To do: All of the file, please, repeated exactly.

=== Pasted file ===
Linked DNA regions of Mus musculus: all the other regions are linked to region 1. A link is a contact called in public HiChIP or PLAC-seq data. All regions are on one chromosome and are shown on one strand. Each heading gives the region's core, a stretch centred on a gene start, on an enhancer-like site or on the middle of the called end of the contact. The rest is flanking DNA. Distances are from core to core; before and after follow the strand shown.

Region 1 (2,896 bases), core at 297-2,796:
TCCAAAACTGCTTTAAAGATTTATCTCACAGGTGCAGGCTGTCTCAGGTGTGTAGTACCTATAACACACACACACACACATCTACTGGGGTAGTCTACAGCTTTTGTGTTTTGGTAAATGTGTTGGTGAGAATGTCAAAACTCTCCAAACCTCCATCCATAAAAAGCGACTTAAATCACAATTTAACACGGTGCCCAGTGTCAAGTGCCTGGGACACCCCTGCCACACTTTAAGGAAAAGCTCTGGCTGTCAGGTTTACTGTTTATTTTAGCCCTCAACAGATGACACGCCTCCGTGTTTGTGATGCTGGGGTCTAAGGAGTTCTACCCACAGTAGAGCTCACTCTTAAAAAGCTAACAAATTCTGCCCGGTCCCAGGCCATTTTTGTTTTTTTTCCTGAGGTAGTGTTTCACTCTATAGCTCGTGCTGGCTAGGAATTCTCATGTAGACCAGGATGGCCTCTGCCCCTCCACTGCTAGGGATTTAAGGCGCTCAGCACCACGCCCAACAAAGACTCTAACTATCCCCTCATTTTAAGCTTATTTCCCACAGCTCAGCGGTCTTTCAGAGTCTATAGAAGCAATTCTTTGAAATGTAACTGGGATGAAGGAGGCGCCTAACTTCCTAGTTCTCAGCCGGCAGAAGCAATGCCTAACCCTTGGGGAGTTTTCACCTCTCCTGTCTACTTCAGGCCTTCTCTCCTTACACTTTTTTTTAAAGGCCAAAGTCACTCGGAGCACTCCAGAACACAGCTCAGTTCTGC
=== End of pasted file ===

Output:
Linked DNA regions of Mus musculus: all the other regions are linked to region 1. A link is a contact called in public HiChIP or PLAC-seq data. All regions are on one chromosome and are shown on one strand. Each heading gives the region's core, a stretch centred on a gene start, on an enhancer-like site or on the middle of the called end of the contact. The rest is flanking DNA. Distances are from core to core; before and after follow the strand shown.

Region 1 (2,896 bases), core at 297-2,796:
TCCAAAACTGCTTTAAAGATTTATCTCACAGGTGCAGGCTGTCTCAGGTGTGTAGTACCTATAACACACACACACACACATCTACTGGGGTAGTCTACAGCTTTTGTGTTTTGGTAAATGTGTTGGTGAGAATGTCAAAACTCTCCAAACCTCCATCCATAAAAAGCGACTTAAATCACAATTTAACACGGTGCCCAGTGTCAAGTGCCTGGGACACCCCTGCCACACTTTAAGGAAAAGCTCTGGCTGTCAGGTTTACTGTTTATTTTAGCCCTCAACAGATGACACGCCTCCGTGTTTGTGATGCTGGGGTCTAAGGAGTTCTACCCACAGTAGAGCTCACTCTTAAAAAGCTAACAAATTCTGCCCGGTCCCAGGCCATTTTTGTTTTTTTTCCTGAGGTAGTGTTTCACTCTATAGCTCGTGCTGGCTAGGAATTCTCATGTAGACCAGGATGGCCTCTGCCCCTCCACTGCTAGGGATTTAAGGCGCTCAGCACCACGCCCAACAAAGACTCTAACTATCCCCTCATTTTAAGCTTATTTCCCACAGCTCAGCGGTCTTTCAGAGTCTATAGAAGCAATTCTTTGAAATGTAACTGGGATGAAGGAGGCGCCTAACTTCCTAGTTCTCAGCCGGCAGAAGCAATGCCTAACCCTTGGGGAGTTTTCACCTCTCCTGTCTACTTCAGGCCTTCTCTCCTTACACTTTTTTTTAAAGGCCAAAGTCACTCGGAGCACTCCAGAACACAGCTCAGTTCTGC